My cuisine is mostly Cantonese, but we try to touch different Chinese cuisines. Lately we are going much further towards a specialization of the kitchen, for example, now there is a lot of Sichuan cuisine, very spicy: this is great for me because it is a huge leap forward in the quality of Chinese cuisine in Italy.”

 

 

What is your idea about gastronomy in China today? Is there attention to quality?

“There is a rediscovery of traditional cuisine, of raw materials. In recent trips, I have been pleasantly impressed to discover that many restaurants are trying to use increasingly local products to spread the culture behind a territory.

Today, with the support of Slow Food International, we are carrying out small targeted projects, finding an awareness of quality Chinese cuisine.”

 

How much have Italian culture and cuisine influenced your cuisine? 

“I grew up in Italy, and I went to school here. So Italian culture has also greatly influenced my cuisine. Just as a tribute to Piedmont, we wanted to pay homage to Italian culture by experimenting with fusion dishes. My cuisine can already be considered fusion because our suppliers and our products come from Italy. By joining Slow Food, we use various products from Italian presidia. For example, we make a sweet-and-sour sauce with Carmagnola Peppers. The taste changes. It’s different:  but this is fusion. We were among the first to push the Chinese community of Turin to grow some Chinese vegetables, such as pak choi, Chinese aubergines, and we saw that the public responded. The results are excellent, but the taste changes. The result is that we have a fresh product, not dried and not imported. These are satisfactions even at the human level of cultural exchanges.”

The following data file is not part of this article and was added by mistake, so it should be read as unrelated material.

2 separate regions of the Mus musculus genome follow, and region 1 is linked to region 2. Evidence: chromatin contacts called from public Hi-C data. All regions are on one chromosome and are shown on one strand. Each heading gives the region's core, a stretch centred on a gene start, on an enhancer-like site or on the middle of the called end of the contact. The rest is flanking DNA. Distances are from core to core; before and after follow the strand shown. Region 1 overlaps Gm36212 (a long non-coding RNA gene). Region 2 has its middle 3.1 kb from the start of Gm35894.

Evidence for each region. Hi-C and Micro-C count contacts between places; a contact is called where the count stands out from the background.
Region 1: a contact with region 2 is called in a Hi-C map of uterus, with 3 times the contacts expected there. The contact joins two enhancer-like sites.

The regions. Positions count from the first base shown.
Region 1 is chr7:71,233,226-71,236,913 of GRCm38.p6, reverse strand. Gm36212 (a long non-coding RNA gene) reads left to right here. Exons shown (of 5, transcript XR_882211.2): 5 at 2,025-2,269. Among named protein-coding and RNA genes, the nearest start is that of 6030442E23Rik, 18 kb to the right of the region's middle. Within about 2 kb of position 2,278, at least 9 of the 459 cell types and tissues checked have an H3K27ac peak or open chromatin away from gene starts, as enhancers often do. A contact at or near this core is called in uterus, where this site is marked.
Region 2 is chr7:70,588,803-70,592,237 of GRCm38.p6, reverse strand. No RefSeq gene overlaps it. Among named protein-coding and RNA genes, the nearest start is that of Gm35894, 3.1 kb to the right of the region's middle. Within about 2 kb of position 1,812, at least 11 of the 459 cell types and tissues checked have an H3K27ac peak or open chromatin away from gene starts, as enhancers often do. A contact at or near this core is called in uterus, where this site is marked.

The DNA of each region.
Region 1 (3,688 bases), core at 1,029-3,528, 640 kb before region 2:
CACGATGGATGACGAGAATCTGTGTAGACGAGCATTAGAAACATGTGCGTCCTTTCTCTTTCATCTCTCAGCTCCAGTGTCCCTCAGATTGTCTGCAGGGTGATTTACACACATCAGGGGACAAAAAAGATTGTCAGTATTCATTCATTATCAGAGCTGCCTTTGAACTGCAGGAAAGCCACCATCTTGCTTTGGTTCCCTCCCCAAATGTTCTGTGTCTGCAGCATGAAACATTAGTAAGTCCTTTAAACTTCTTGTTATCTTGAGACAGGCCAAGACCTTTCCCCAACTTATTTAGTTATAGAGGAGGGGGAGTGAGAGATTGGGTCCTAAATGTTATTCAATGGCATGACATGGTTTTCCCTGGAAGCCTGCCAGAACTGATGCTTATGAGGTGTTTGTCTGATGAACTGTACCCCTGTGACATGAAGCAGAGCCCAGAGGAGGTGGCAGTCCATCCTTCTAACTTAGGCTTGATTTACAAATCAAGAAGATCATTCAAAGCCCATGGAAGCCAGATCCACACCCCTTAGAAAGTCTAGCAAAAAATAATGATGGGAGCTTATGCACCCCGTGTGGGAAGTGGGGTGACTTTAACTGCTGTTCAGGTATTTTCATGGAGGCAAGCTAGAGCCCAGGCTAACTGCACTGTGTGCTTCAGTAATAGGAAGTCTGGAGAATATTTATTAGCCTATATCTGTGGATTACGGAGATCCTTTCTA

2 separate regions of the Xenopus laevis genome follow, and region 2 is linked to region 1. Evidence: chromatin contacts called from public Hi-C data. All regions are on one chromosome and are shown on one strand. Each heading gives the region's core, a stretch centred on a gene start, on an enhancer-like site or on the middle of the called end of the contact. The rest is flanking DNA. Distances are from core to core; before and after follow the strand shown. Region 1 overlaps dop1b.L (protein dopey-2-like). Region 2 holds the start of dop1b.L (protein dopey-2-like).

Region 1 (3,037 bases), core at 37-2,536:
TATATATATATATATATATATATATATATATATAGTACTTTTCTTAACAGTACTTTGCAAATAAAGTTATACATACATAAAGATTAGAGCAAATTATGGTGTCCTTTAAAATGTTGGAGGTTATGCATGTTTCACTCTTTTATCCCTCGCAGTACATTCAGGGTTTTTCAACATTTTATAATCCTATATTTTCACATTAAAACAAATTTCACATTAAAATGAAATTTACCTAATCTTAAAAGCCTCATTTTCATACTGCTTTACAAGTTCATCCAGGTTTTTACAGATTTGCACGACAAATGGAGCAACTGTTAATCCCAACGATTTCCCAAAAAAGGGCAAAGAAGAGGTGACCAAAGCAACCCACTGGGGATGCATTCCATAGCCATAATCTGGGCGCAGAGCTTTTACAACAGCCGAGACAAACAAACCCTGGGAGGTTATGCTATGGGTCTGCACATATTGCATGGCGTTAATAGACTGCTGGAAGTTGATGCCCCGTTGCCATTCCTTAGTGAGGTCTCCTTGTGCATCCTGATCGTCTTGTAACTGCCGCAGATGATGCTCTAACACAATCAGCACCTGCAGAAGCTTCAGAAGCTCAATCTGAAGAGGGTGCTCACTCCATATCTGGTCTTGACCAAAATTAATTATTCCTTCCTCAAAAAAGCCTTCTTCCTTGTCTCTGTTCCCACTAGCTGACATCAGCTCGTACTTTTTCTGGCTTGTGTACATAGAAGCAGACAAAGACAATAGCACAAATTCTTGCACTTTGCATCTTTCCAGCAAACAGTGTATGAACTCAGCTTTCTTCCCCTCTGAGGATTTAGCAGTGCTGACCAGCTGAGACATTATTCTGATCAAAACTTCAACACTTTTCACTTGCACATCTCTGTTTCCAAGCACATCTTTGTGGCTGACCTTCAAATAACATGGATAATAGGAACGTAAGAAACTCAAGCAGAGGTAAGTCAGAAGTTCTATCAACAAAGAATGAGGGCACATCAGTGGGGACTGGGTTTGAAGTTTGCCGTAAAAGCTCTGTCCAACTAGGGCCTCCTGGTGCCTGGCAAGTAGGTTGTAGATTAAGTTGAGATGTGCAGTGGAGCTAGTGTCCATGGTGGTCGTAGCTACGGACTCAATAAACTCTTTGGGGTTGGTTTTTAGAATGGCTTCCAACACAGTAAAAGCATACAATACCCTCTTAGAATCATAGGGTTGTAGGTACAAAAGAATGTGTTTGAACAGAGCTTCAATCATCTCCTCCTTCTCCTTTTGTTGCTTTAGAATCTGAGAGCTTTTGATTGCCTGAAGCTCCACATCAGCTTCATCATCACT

Fusion, do the Chinese like it?

“Yes. We don’t care that it is 100% traditional but that it is tasty and curious. A dish in homage to Piedmont was, for example, steamed rice spaghetti with vegetables, black soybeans, and truffles. Very tasty. My Chinese cuisine has grown in Italy and should not only stop at tradition. Cooking is evolution; as such, it can do something that brings together different ways of thinking and, above all, allows exchange with producers, not just with cooks. I go directly to the producers, and they come here. We have a great culture linked to river fish, and together with a producer of Ceresole d’Alba we have found a way to make Tinca, a slow food garrison, and we make a triptych of tench: one in carpione, in homage to the piedmont. One is cold-smoked with Chinese rosewood, the other steamed with Sichuan peppercorns. I believe that the spread of fusion cuisine can stimulate new tastes and a return of the consumer to the product that is being lost here in Piedmont.”